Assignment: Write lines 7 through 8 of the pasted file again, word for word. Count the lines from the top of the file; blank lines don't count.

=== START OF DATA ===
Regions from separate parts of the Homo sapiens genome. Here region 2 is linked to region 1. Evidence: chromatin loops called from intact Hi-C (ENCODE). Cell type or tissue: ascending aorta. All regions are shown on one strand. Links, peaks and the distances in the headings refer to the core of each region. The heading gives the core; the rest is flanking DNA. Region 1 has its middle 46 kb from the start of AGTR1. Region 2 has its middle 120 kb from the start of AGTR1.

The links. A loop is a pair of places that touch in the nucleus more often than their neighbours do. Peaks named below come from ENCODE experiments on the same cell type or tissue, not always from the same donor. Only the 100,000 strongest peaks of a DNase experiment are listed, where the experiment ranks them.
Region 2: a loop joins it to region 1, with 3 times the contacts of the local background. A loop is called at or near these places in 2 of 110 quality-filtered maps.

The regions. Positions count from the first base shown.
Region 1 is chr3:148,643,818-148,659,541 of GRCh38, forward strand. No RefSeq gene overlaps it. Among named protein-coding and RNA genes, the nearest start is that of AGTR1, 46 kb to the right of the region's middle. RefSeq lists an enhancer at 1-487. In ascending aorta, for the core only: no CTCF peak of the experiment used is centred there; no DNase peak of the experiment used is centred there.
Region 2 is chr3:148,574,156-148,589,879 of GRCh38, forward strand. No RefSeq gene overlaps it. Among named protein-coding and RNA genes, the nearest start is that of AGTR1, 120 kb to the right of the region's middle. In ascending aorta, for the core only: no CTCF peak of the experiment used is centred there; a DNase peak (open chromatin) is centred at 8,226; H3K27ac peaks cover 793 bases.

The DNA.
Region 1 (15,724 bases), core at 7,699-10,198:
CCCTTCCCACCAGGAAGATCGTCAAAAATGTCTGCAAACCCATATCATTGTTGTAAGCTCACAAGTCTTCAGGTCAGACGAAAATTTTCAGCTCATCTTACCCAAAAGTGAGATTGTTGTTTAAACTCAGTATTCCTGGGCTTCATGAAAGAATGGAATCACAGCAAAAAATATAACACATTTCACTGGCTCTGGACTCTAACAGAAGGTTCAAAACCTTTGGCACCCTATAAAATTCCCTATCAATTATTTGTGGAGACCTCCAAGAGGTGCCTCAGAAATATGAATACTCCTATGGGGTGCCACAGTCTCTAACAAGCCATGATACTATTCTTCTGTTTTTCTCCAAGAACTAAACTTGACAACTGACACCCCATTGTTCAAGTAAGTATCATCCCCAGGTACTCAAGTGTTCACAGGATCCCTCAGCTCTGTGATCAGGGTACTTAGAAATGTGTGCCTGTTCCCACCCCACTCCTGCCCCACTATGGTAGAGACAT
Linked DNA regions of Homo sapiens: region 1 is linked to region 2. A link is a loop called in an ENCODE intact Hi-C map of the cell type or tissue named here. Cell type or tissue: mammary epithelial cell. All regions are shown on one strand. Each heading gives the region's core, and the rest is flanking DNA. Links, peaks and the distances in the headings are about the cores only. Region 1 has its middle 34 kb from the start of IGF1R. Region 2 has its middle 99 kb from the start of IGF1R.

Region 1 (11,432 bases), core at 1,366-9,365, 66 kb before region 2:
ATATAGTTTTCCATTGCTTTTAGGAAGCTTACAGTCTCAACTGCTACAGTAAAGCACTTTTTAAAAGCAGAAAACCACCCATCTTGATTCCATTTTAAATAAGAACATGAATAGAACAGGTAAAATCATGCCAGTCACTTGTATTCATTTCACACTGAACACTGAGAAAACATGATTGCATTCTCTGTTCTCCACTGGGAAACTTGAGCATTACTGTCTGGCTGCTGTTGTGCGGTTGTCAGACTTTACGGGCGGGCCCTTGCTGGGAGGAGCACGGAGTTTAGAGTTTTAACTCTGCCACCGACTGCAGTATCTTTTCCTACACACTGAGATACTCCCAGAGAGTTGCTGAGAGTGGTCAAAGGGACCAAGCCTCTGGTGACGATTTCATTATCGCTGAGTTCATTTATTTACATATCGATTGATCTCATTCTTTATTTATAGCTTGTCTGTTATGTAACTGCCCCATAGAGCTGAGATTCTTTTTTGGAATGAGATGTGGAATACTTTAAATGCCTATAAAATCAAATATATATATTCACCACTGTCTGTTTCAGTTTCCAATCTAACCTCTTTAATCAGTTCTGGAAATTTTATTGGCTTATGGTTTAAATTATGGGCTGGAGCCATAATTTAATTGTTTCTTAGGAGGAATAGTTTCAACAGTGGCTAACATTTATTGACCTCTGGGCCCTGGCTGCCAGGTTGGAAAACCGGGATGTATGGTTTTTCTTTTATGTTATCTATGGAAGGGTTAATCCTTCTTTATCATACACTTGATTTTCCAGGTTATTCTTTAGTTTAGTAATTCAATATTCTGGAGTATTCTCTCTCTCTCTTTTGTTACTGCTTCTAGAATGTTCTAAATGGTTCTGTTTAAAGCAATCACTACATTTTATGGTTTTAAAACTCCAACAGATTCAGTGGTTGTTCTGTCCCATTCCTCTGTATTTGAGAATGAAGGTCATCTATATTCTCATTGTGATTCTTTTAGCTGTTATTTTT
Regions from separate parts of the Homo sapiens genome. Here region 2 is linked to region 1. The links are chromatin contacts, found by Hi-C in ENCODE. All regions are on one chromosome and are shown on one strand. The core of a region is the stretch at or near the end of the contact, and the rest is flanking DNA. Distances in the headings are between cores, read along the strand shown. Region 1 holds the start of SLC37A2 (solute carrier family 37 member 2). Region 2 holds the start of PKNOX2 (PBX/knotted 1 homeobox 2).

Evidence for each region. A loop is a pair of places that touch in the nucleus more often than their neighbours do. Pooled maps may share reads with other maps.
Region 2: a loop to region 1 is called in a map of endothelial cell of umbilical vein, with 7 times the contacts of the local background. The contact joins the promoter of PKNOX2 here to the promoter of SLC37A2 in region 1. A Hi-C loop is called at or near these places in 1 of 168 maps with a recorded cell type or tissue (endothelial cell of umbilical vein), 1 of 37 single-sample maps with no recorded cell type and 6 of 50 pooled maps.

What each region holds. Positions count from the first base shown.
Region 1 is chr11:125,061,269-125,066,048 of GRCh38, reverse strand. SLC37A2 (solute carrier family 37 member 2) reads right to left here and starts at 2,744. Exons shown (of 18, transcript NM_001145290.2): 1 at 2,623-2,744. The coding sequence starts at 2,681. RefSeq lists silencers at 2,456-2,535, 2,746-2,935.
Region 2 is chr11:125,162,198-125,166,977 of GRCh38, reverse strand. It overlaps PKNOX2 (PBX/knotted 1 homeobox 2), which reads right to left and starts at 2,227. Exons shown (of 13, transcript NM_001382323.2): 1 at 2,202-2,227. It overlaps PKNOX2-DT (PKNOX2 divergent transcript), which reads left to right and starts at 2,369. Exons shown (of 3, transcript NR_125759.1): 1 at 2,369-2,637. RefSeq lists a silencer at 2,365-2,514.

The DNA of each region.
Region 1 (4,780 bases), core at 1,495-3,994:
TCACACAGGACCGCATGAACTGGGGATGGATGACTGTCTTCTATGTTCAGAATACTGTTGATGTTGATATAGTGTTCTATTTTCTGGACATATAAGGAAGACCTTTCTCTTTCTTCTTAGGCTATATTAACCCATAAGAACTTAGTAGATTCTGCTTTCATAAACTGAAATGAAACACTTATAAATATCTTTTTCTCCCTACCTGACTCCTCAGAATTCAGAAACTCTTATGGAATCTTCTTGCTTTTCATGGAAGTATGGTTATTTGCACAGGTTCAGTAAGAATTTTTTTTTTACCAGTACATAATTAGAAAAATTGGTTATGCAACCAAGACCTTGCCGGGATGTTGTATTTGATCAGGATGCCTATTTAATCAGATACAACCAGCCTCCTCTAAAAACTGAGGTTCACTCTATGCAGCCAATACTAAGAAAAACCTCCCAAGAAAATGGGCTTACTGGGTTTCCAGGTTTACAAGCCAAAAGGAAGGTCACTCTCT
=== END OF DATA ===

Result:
The DNA.
Region 1 (15,724 bases), core at 7,699-10,198: